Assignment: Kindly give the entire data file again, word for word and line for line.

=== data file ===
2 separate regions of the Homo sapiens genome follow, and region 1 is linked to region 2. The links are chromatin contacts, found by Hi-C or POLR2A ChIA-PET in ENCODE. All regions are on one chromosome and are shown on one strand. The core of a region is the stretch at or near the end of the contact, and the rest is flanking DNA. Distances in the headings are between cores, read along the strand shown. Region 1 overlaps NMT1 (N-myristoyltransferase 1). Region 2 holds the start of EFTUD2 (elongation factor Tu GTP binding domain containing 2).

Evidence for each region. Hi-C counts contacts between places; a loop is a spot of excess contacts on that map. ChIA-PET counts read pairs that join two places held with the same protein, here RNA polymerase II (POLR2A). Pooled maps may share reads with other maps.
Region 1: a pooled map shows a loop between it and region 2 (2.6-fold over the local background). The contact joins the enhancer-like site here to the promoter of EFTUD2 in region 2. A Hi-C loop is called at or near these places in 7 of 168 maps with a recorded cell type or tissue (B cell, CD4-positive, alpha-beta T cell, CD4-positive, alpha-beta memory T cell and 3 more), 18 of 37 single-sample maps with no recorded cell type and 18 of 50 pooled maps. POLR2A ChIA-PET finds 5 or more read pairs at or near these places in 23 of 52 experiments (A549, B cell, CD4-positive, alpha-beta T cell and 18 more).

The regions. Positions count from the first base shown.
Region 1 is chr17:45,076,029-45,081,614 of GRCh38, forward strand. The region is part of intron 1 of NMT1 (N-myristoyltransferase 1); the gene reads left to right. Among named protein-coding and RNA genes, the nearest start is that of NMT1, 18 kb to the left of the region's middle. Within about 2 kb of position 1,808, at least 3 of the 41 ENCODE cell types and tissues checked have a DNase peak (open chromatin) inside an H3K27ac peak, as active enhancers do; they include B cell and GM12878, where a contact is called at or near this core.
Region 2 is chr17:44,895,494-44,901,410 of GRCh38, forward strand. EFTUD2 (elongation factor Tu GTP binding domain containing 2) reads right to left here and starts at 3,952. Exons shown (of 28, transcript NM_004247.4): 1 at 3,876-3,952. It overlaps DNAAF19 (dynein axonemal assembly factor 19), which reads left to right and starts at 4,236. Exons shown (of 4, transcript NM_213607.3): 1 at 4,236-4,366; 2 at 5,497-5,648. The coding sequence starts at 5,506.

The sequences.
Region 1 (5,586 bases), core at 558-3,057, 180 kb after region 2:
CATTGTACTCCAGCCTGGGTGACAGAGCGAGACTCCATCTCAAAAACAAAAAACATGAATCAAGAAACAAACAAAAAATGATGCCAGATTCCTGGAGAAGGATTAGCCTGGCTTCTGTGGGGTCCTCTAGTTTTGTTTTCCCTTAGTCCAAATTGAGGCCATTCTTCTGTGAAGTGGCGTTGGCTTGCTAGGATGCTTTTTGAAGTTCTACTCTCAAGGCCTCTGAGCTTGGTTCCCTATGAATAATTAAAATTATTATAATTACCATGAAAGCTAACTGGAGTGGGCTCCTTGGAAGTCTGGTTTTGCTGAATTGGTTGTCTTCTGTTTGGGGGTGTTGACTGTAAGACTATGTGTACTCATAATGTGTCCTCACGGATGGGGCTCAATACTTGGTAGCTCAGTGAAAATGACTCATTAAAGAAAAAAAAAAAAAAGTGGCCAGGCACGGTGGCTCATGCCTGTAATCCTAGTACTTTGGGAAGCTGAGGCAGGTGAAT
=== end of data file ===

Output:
2 separate regions of the Homo sapiens genome follow, and region 1 is linked to region 2. The links are chromatin contacts, found by Hi-C or POLR2A ChIA-PET in ENCODE. All regions are on one chromosome and are shown on one strand. The core of a region is the stretch at or near the end of the contact, and the rest is flanking DNA. Distances in the headings are between cores, read along the strand shown. Region 1 overlaps NMT1 (N-myristoyltransferase 1). Region 2 holds the start of EFTUD2 (elongation factor Tu GTP binding domain containing 2).

Evidence for each region. Hi-C counts contacts between places; a loop is a spot of excess contacts on that map. ChIA-PET counts read pairs that join two places held with the same protein, here RNA polymerase II (POLR2A). Pooled maps may share reads with other maps.
Region 1: a pooled map shows a loop between it and region 2 (2.6-fold over the local background). The contact joins the enhancer-like site here to the promoter of EFTUD2 in region 2. A Hi-C loop is called at or near these places in 7 of 168 maps with a recorded cell type or tissue (B cell, CD4-positive, alpha-beta T cell, CD4-positive, alpha-beta memory T cell and 3 more), 18 of 37 single-sample maps with no recorded cell type and 18 of 50 pooled maps. POLR2A ChIA-PET finds 5 or more read pairs at or near these places in 23 of 52 experiments (A549, B cell, CD4-positive, alpha-beta T cell and 18 more).

The regions. Positions count from the first base shown.
Region 1 is chr17:45,076,029-45,081,614 of GRCh38, forward strand. The region is part of intron 1 of NMT1 (N-myristoyltransferase 1); the gene reads left to right. Among named protein-coding and RNA genes, the nearest start is that of NMT1, 18 kb to the left of the region's middle. Within about 2 kb of position 1,808, at least 3 of the 41 ENCODE cell types and tissues checked have a DNase peak (open chromatin) inside an H3K27ac peak, as active enhancers do; they include B cell and GM12878, where a contact is called at or near this core.
Region 2 is chr17:44,895,494-44,901,410 of GRCh38, forward strand. EFTUD2 (elongation factor Tu GTP binding domain containing 2) reads right to left here and starts at 3,952. Exons shown (of 28, transcript NM_004247.4): 1 at 3,876-3,952. It overlaps DNAAF19 (dynein axonemal assembly factor 19), which reads left to right and starts at 4,236. Exons shown (of 4, transcript NM_213607.3): 1 at 4,236-4,366; 2 at 5,497-5,648. The coding sequence starts at 5,506.

The sequences.
Region 1 (5,586 bases), core at 558-3,057, 180 kb after region 2:
CATTGTACTCCAGCCTGGGTGACAGAGCGAGACTCCATCTCAAAAACAAAAAACATGAATCAAGAAACAAACAAAAAATGATGCCAGATTCCTGGAGAAGGATTAGCCTGGCTTCTGTGGGGTCCTCTAGTTTTGTTTTCCCTTAGTCCAAATTGAGGCCATTCTTCTGTGAAGTGGCGTTGGCTTGCTAGGATGCTTTTTGAAGTTCTACTCTCAAGGCCTCTGAGCTTGGTTCCCTATGAATAATTAAAATTATTATAATTACCATGAAAGCTAACTGGAGTGGGCTCCTTGGAAGTCTGGTTTTGCTGAATTGGTTGTCTTCTGTTTGGGGGTGTTGACTGTAAGACTATGTGTACTCATAATGTGTCCTCACGGATGGGGCTCAATACTTGGTAGCTCAGTGAAAATGACTCATTAAAGAAAAAAAAAAAAAAGTGGCCAGGCACGGTGGCTCATGCCTGTAATCCTAGTACTTTGGGAAGCTGAGGCAGGTGAAT